We can develop a more nuanced understanding of mistakes by unpacking four kinds of mistakes. The first are stretch mistakes, which are mistakes we make when we’re trying something we have not yet mastered. They’re the mistakes we make in our Learning Zone and we need to make a lot of them. We don’t do this by trying to do things incorrectly, but by trying to do things that are challenging, and beyond what we can do. We want to do these things at times and spaces where they’re not likely to create significant damage.

The second kind of mistake is the high-stakes mistake, which creates significant damage. These are mistakes we want to try to avoid. When the consequences of a mistake would be significant, we want to shift to our Performance Zone and try our best to do what we know works, and minimize mistakes. Whether that’s driving a school bus, performing surgery, or packing a parachute, we want to do our best to minimize mistakes with high stakes.

“We can develop a more nuanced understanding of mistakes by unpacking four kinds of mistakes.”

Third are the sloppy mistakes, which happen when we do things incorrectly that we already know how to do. Sometimes these sloppy mistakes are small, and not important. If I’m home and I spill my smoothie all over my shirt, I have a choice, I can get upset or I can laugh. I often choose to laugh, and I often share a picture with my friends and family so they can laugh too. Mistakes can add life and joy to our lives. But sometimes sloppy mistakes do create damage, so if that’s the case, we want to reflect on what we can learn and what we can do differently. When we do this, sloppy mistakes often reveal an opportunity to foster greater focus or to make changes to our systems or tools to prevent the mistake from repeating. If I don’t want to spill the smoothie on myself anymore, I could change where I put the glass on my desk.

Finally, there’s the a-ha moment mistake, which is when we do something as we intended, but then realize it was the wrong to do. If my spouse is upset and I ask her what’s going on and try to problem solve with her, I might learn that what she needed was not for me to problem solve, but to be there with her and to empathize. We can’t proactively elicit a-ha moment mistakes, like we can stretch mistakes. When a-ha moment mistakes happen, we need to treasure them because they are precious. We need to reflect on them and extract their gifts.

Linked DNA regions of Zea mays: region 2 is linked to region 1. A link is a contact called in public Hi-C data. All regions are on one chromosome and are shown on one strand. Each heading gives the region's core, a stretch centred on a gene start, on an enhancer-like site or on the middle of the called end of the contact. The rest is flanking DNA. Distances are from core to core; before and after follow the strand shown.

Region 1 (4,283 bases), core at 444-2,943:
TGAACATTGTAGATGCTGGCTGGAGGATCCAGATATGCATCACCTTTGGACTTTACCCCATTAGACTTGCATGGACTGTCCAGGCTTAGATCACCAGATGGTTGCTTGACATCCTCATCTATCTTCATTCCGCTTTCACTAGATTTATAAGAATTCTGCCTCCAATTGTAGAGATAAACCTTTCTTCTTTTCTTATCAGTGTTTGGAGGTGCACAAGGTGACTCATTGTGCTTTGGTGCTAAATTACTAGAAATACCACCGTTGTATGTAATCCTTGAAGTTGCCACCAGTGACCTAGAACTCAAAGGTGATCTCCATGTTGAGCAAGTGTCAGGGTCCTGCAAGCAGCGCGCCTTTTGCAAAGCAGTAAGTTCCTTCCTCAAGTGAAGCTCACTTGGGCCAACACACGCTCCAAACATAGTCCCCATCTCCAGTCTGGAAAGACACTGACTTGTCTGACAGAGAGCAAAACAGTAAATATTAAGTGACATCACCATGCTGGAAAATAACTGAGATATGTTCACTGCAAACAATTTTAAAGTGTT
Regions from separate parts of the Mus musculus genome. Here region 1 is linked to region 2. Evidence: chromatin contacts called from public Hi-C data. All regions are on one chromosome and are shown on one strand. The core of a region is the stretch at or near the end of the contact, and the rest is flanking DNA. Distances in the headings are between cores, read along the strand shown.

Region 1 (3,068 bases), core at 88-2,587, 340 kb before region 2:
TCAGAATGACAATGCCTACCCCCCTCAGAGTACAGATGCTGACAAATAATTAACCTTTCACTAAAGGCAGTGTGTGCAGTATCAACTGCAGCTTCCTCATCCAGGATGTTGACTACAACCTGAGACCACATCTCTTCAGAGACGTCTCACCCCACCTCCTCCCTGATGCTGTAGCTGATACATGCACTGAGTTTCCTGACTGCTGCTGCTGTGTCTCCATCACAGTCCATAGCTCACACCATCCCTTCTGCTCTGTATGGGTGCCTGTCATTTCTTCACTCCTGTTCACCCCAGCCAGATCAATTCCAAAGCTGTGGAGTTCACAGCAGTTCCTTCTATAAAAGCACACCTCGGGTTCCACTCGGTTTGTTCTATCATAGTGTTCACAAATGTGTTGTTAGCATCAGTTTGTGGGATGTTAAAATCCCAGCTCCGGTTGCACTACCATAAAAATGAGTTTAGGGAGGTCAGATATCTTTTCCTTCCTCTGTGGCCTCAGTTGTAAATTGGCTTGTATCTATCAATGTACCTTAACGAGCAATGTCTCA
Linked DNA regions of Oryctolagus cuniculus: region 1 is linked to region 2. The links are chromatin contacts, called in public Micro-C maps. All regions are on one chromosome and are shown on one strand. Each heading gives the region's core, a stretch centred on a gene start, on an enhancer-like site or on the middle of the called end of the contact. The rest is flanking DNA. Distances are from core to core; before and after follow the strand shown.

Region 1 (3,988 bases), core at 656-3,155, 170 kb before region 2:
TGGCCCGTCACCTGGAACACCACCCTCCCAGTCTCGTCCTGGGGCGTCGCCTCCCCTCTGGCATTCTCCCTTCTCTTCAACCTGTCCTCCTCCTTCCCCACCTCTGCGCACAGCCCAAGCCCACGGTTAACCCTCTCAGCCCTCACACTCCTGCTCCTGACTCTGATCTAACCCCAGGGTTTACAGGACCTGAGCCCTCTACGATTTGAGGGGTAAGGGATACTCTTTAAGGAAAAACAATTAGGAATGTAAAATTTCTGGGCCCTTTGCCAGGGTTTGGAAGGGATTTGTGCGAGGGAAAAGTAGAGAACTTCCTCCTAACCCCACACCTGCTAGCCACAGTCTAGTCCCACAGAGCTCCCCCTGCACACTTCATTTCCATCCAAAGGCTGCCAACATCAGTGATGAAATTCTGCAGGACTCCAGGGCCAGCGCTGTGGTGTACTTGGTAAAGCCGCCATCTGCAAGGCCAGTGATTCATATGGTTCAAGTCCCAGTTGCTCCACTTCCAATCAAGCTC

Those are the four kinds of mistakes—but beware of weaponizing them. What you see as a sloppy mistake, somebody else might see as a stretch mistake or as an a-ha moment mistake. We need to approach mistakes with a spirit of curiosity and collaboration because if others feel they’ll be punished if they make a mistake, they’ll revert to a chronic Performance Zone.

4. Being an effective learner and performer is about developing cultures and relationships where learning is valued and the everyday default.

Being an effective learner doesn’t involve just a growth mindset and knowing how to grow. It’s also not just about each of us developing certain beliefs and habits. Sometimes teachers or leaders feel that students or staff just need a growth mindset, but a growth mindset, and the habits for how to improve, are largely influenced by the people around us. We develop and engage in these things in partnership with others. We must foster cultures and systems that make learning-while-doing the easy default and the way things are done.

“We understand that hiccups, mistakes, and failures are just part of the process.”

For example, the top hundred leaders at LinkedIn have a weekly meeting, where a section of that meeting is devoted to inviting anyone to share something they learned the prior week. That way, they spread the lessons and they strengthen their learning culture. At Netflix, when people make mistakes, they’re encouraged to share them. At Clear Choice Dental Implants, they use videos of interactions with patients, when patients consent to it, to examine opportunities for improvement. The video can only be used for development purposes, and only viewed by the person in the video. The videos are not for evaluation, because when people are being evaluated, they shift to their performance zone, with good reason.

5. Incorporating the Learning Zone into our work and lives changes not only the destination but also the journey.

When the Learning Zone is part of our everyday lives, we not only attain greater performance, achievement, and impact but we also experience lower anxiety and symptoms of depression. We understand that hiccups, mistakes, and failures are just part of the process. They are temporary and great opportunities for learning. We understand that feedback is something anyone can benefit from and that the most competent people in the world use feedback all the time to get better.

The Learning Zone also leads us to develop deeper and more collaborative relationships with those around us. This is in part because of how we come to view feedback, but also because we become more curious about learning about others’ experiences and situations. We ask more questions and listen better. We give others a chance to share more of themselves so we get to know them better, and they get to know us better. With greater trust and understanding, not only do we have better relationships, but also we can learn and perform better. Life also becomes richer, more joyful, and more fulfilling because we’re exploring more. We are experiencing discovery and awe, which makes life more interesting and engaging.

This work is about changing not only the destination but also the journey. At the end of the day, our human world is a collection of what we all do. So, stay in the Learning Zone.

To listen to the audio version read by author Eduardo Briceño, download the Next Big Idea App today: